TCHAIKOVSKY Piano Concerto No.2
KHACHATURIAN Piano Concerto
XIAYIN WANG, Piano
Royal Scottish National Orchestra
Peter Oundjian (Conductor)
Chandos 5167 / ****1/2
Coupled for the first time are perhaps the two most unfashionable and maligned Russian-school piano concertos ever composed. Tchaikovsky's Second Piano Concerto in G major (1882) has never replicated the success or popularity of its forerunner. Although extremely tuneful, casting it in the major mode often equated the music with a lack of pathos, not to mention gravitas.
Its very long 1st movement cadenza is problematic for pianists. The slow 2nd movement is in effect a glorified piano trio while the finale is a slight and comedic dance (complete with chuckles that might have inspired Woody Woodpecker) more associated with Saint-Saens.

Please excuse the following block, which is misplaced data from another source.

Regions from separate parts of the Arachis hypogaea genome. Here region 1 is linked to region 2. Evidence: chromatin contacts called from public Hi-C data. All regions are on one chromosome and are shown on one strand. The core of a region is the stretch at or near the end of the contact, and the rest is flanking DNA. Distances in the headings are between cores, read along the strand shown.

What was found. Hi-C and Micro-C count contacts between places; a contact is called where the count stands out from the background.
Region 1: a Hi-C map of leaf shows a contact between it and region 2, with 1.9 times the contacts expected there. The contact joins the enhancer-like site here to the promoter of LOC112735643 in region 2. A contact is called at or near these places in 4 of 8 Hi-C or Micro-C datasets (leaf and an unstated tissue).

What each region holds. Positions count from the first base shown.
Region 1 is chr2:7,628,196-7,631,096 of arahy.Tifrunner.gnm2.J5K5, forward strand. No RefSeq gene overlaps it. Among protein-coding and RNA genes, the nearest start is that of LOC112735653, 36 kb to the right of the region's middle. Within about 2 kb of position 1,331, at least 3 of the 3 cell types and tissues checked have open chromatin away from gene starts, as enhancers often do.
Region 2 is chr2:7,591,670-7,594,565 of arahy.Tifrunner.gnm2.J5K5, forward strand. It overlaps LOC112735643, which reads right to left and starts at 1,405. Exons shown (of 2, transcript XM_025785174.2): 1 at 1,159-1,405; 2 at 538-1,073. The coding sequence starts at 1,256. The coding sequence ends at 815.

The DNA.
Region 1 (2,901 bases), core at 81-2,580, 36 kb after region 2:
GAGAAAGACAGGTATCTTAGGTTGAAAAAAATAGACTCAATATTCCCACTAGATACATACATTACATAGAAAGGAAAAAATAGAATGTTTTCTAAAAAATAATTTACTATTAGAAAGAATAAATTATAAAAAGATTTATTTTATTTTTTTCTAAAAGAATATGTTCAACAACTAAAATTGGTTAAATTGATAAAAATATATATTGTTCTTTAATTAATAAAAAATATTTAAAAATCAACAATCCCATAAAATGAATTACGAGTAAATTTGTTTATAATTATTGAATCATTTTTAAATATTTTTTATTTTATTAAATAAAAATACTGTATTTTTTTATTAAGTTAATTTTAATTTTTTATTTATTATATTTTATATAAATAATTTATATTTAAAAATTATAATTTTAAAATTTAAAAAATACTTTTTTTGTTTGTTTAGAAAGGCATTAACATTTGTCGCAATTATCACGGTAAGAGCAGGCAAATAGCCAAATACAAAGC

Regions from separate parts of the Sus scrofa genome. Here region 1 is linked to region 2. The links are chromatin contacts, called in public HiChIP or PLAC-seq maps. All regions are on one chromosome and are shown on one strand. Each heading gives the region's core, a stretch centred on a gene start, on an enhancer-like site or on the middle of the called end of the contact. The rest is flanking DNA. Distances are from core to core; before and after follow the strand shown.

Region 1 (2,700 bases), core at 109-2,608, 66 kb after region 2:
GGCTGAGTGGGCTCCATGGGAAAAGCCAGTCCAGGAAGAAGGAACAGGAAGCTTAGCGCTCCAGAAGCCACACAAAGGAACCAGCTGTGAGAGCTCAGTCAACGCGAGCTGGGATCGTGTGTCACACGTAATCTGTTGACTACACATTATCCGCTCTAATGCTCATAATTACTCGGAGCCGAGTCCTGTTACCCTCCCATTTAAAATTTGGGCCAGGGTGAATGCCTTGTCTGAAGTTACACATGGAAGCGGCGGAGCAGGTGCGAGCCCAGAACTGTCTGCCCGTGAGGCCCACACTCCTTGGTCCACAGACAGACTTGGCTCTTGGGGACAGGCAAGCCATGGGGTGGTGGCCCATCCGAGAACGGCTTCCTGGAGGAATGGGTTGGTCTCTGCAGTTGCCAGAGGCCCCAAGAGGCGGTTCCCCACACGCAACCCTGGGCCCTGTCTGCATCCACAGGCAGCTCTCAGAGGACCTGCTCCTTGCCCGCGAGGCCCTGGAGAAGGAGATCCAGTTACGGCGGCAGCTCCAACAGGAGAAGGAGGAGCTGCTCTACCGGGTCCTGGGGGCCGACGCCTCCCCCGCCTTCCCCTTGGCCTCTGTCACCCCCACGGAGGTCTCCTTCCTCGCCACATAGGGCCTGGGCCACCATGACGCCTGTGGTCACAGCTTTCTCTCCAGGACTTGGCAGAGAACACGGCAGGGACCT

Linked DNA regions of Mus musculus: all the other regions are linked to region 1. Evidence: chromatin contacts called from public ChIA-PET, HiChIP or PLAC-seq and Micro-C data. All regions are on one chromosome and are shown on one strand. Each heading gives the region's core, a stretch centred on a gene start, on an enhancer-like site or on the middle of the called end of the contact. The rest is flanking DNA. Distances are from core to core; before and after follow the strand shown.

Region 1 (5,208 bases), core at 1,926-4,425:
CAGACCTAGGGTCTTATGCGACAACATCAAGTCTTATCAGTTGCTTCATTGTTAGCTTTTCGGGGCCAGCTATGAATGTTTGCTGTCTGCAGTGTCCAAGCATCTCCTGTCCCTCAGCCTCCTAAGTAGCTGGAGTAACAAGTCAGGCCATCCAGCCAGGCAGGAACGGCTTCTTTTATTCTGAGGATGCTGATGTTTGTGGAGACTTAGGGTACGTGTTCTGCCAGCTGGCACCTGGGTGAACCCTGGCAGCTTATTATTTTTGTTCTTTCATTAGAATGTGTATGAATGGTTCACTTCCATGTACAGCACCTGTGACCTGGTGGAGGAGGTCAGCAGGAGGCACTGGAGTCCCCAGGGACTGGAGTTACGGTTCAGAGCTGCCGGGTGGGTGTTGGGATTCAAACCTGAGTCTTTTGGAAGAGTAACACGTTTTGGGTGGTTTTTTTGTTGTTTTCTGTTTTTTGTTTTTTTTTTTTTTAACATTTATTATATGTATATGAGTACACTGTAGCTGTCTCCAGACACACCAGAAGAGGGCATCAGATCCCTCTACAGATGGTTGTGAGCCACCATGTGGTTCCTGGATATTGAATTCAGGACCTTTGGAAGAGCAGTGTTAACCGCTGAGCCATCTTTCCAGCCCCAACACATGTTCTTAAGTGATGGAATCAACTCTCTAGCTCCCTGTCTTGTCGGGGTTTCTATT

The Armenian Aram Khachaturian's Piano Concerto in D flat major (1937) is unabashedly populist and lowbrow, using folk-flavoured melodies and razzle-dazzle pianistic effects to mask its inadequacies. Its slow movement however employs the flexatone, which produces a high-pitched wheezy tone when vibrated, to famous effect.
Both concertos have had champions among the great pianists in the past; Cherkassky and Gilels in Tchaikovsky, Kapell and Lympany in Khachaturian. Young Chinese pianist Wang Xiayin however holds her own in these incisive and energetic, no-holds-barred performances, which are boosted with superior recorded orchestral sound. Wallow if you dare.